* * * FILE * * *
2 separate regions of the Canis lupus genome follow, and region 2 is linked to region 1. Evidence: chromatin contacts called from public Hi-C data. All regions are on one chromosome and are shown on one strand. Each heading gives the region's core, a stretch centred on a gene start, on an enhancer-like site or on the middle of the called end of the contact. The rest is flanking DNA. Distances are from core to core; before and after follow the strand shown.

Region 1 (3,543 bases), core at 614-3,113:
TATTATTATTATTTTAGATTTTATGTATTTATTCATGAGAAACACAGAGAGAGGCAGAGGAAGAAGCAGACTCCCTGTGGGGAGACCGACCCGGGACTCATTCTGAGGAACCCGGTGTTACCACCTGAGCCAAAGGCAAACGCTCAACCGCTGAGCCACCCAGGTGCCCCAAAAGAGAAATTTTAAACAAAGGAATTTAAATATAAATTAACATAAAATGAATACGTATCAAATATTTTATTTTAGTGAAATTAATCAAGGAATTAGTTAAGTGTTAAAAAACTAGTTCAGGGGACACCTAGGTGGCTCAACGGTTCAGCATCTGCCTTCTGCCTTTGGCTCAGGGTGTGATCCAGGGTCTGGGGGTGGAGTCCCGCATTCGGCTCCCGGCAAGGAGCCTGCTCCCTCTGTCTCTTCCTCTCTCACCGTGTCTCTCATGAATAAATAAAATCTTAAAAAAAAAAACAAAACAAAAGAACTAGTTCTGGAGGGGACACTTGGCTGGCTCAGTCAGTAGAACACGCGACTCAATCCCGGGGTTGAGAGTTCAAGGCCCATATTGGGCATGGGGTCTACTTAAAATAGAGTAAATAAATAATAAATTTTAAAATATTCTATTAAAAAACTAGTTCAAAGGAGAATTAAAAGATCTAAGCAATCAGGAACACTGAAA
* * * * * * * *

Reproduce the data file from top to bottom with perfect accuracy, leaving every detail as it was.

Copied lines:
2 separate regions of the Canis lupus genome follow, and region 2 is linked to region 1. Evidence: chromatin contacts called from public Hi-C data. All regions are on one chromosome and are shown on one strand. Each heading gives the region's core, a stretch centred on a gene start, on an enhancer-like site or on the middle of the called end of the contact. The rest is flanking DNA. Distances are from core to core; before and after follow the strand shown.

Region 1 (3,543 bases), core at 614-3,113:
TATTATTATTATTTTAGATTTTATGTATTTATTCATGAGAAACACAGAGAGAGGCAGAGGAAGAAGCAGACTCCCTGTGGGGAGACCGACCCGGGACTCATTCTGAGGAACCCGGTGTTACCACCTGAGCCAAAGGCAAACGCTCAACCGCTGAGCCACCCAGGTGCCCCAAAAGAGAAATTTTAAACAAAGGAATTTAAATATAAATTAACATAAAATGAATACGTATCAAATATTTTATTTTAGTGAAATTAATCAAGGAATTAGTTAAGTGTTAAAAAACTAGTTCAGGGGACACCTAGGTGGCTCAACGGTTCAGCATCTGCCTTCTGCCTTTGGCTCAGGGTGTGATCCAGGGTCTGGGGGTGGAGTCCCGCATTCGGCTCCCGGCAAGGAGCCTGCTCCCTCTGTCTCTTCCTCTCTCACCGTGTCTCTCATGAATAAATAAAATCTTAAAAAAAAAAACAAAACAAAAGAACTAGTTCTGGAGGGGACACTTGGCTGGCTCAGTCAGTAGAACACGCGACTCAATCCCGGGGTTGAGAGTTCAAGGCCCATATTGGGCATGGGGTCTACTTAAAATAGAGTAAATAAATAATAAATTTTAAAATATTCTATTAAAAAACTAGTTCAAAGGAGAATTAAAAGATCTAAGCAATCAGGAACACTGAAA